single digits in the mountains and temperatures in the teens
over southern NH and along the coast of Maine. As for
skies...expect full clearing given the arriving subsident regime
and aforementioned dry airmass.

Saturday:  We see a very brief respite in the active weather on
Saturday as high pressure moves overhead during the morning hours to
a location south of Nova Scotia by Saturday evening.  While skies
should be clear to start the day...expect increasing upper level
cloudiness...particularly during the afternoon as top-down
saturation commences ahead of next fast-moving northern stream
shortwave.  T9s begin warming during the afternoon as WAA regime
sets up reaching the -5 to -9C range by afternoon. While we might
not realize all of this as these values will be reached late /with
increasing clouds/ in the day...20s north to lower/middle 30s south
look reasonable.  Expect light northwesterly winds in the morning to
shift southerly but remain light through the afternoon given the
proximity of departing surface high.


Low pressure moving northeast well south of the region will
bring a light to moderate snowfall to much of the region
Saturday night into Sunday morning. Although models have varied
on the exact track and snowfall amounts, it now appears that an
advisory level snow is becoming more likely across southern and
coastal sections. The snow should move in quickly during the
late evening with the heaviest snow falling between about
midnight and 6 am. The storm departs quickly Sunday with
clearing skies expected across southern areas by midday. Clouds
will likely linger longer across the mountains with a developing northwest

High pressure will build across the region Sunday afternoon and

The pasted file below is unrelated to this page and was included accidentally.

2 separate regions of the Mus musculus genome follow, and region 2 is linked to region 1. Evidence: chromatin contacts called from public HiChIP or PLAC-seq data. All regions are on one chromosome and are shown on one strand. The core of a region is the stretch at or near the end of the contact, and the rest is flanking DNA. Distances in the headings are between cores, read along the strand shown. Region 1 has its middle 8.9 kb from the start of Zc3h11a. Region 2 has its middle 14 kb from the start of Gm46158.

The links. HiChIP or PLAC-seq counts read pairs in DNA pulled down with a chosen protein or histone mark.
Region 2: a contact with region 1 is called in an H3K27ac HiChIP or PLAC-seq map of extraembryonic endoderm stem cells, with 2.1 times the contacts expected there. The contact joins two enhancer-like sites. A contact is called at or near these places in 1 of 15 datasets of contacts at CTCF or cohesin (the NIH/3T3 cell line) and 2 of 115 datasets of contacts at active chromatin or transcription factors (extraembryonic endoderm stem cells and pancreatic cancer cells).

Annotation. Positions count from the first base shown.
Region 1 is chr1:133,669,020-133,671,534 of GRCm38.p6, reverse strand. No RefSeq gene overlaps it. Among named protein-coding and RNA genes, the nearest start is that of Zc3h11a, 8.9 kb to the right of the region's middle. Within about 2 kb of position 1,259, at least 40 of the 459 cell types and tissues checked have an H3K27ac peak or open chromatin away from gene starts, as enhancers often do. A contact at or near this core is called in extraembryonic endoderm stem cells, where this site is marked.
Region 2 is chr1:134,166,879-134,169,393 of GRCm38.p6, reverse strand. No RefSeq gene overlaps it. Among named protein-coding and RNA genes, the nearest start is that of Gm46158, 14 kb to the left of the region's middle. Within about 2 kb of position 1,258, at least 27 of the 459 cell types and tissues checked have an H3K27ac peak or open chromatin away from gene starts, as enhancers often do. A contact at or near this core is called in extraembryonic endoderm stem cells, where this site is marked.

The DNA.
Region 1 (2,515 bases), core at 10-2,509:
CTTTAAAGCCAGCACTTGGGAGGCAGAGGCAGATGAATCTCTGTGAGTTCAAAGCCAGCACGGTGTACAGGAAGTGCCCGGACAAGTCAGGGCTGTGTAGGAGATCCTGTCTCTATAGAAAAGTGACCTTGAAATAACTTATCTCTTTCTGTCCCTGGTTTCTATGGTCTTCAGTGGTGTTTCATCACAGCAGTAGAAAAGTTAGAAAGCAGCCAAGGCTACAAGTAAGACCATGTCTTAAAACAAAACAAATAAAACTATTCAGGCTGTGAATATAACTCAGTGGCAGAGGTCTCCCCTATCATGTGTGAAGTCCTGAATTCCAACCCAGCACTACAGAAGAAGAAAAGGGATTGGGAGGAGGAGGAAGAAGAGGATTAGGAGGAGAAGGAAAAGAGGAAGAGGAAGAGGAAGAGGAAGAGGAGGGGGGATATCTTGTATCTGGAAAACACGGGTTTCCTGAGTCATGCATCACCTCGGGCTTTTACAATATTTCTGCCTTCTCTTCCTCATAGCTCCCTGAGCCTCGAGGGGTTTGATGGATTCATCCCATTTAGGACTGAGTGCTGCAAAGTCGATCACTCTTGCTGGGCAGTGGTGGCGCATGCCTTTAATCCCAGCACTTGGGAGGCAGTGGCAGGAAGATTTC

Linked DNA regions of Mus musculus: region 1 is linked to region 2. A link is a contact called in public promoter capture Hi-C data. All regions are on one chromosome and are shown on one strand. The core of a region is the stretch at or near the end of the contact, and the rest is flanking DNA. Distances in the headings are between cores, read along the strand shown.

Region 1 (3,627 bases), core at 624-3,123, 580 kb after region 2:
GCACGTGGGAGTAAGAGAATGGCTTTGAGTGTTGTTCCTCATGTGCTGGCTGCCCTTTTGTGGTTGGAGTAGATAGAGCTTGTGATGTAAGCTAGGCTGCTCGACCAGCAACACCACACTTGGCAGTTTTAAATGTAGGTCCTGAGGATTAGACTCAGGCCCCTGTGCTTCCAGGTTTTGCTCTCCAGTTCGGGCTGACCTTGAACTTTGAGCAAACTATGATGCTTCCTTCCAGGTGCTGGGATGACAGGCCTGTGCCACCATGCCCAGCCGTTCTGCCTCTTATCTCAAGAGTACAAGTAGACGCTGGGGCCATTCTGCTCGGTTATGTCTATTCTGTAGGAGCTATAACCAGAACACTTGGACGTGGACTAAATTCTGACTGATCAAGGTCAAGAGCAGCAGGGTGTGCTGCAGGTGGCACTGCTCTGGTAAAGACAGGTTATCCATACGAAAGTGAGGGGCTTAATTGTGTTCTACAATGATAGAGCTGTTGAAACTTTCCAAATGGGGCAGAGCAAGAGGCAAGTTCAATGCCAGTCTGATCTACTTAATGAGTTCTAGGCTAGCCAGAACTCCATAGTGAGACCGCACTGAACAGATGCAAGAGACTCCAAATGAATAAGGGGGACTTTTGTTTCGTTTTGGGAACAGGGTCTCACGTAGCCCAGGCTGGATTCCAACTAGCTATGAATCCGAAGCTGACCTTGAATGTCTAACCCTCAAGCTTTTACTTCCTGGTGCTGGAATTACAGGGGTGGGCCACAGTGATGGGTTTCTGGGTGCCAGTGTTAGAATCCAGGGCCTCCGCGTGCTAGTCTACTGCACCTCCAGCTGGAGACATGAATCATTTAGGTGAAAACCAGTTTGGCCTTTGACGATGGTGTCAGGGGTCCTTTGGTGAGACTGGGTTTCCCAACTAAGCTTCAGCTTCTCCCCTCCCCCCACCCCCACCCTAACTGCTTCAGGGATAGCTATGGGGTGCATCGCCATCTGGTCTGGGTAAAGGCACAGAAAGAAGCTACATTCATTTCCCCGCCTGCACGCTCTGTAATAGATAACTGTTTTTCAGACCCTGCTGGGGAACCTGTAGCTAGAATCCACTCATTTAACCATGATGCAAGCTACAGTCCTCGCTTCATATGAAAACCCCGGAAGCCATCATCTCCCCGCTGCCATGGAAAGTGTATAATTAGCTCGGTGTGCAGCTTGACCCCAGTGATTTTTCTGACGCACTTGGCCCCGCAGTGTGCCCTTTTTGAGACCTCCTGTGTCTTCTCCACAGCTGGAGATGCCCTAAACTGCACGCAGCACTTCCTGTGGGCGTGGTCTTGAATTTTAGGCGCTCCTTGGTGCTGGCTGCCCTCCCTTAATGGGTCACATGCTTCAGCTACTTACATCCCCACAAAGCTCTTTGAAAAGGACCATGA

move offshore Sunday night. This will allow a warming southerly
flow to develop across the region starting Monday and continuing
through at least mid-week. Initially, the warmer air will
override some cooler at the surface leading to a period of
overrunning showers Monday night into Tuesday. At the same
time, a very slow-moving cold front will be moving east. At this
time, it looks Maine and New Hampshire will remain on the warm
side of the front through Wednesday night leading to some rather
mild February temperatures and a continuation of showery

The front is expected to cross the region Thursday with cooler
air slowly filtering into the region behind the front. Still,
for February standards, Thursday`s temps will be well above
normal. High pressure will follow the front for Friday.


Short Term...

Summary: Improving conditions are expected today as a cold
front departs the region to the south and east. Full
clearing...however...will not arrive until tonight as high
pressure arrives from the west and remains in control of
conditions through Saturday.

Restrictions: Variable conditions attm...with IFR-MVFR
dominating. Expect improvement to VFR all sites this morning
with perhaps the exception of HIE where MVFR CIGS may linger. A
few showers/sprinkles this afternoon could bring an isolated
restriction LEB-CON-AUG....but most likely scenario is that VFR
dominates from late morning through the day Saturday.

Winds: Winds becoming NW this morning and will strengthen to
10g18kts for the late afternoon and evening with a few gusts in
the 20-25kt range possible surrounding 00Z. Winds gradually
diminish after midnight and through Saturday morning before
shifting light southerly for the afternoon Saturday.

LLWS: No LLWS is expected through Saturday.

Long Term...

IFR to LIFR conditions developing Saturday night in snow,
especially across southern and coastal areas. Conditions
improving to VFR Sunday through much of Monday. MVFR to IFR
conditions are likely again Monday night through Wednesday in
showers with IFR conditions possible during the each night in
showers and fog.


Short Term...Frontal system passes through the waters this
morning with northwesterly winds developing behind this front
this afternoon and strengthening through this evening with gale
force wind gusts likely outside of Casco Bay. Winds/waves
subside late tonight and through Saturday as high pressure
moves overhead.

Long Term...SCAs are likely Saturday night as low pressure
moves south of the region. Winds will diminish and seas will
subside a bit Sunday night but SCAs will likely develop again
Monday as a southerly flow strengthens across the waters. The
southerly flow will likely continue through Wednesday night.


MARINE...Small Craft Advisory from 4 PM this afternoon to 7 AM EST
     Saturday for ANZ153.
     Gale Warning from 6 PM this evening to 7 AM EST Saturday for


NEAR TERM...Arnott
LONG TERM...Jensenius
MARINE...Arnott/Jensenius is the U.S. government's official web portal to all federal, state and local government web resources and services.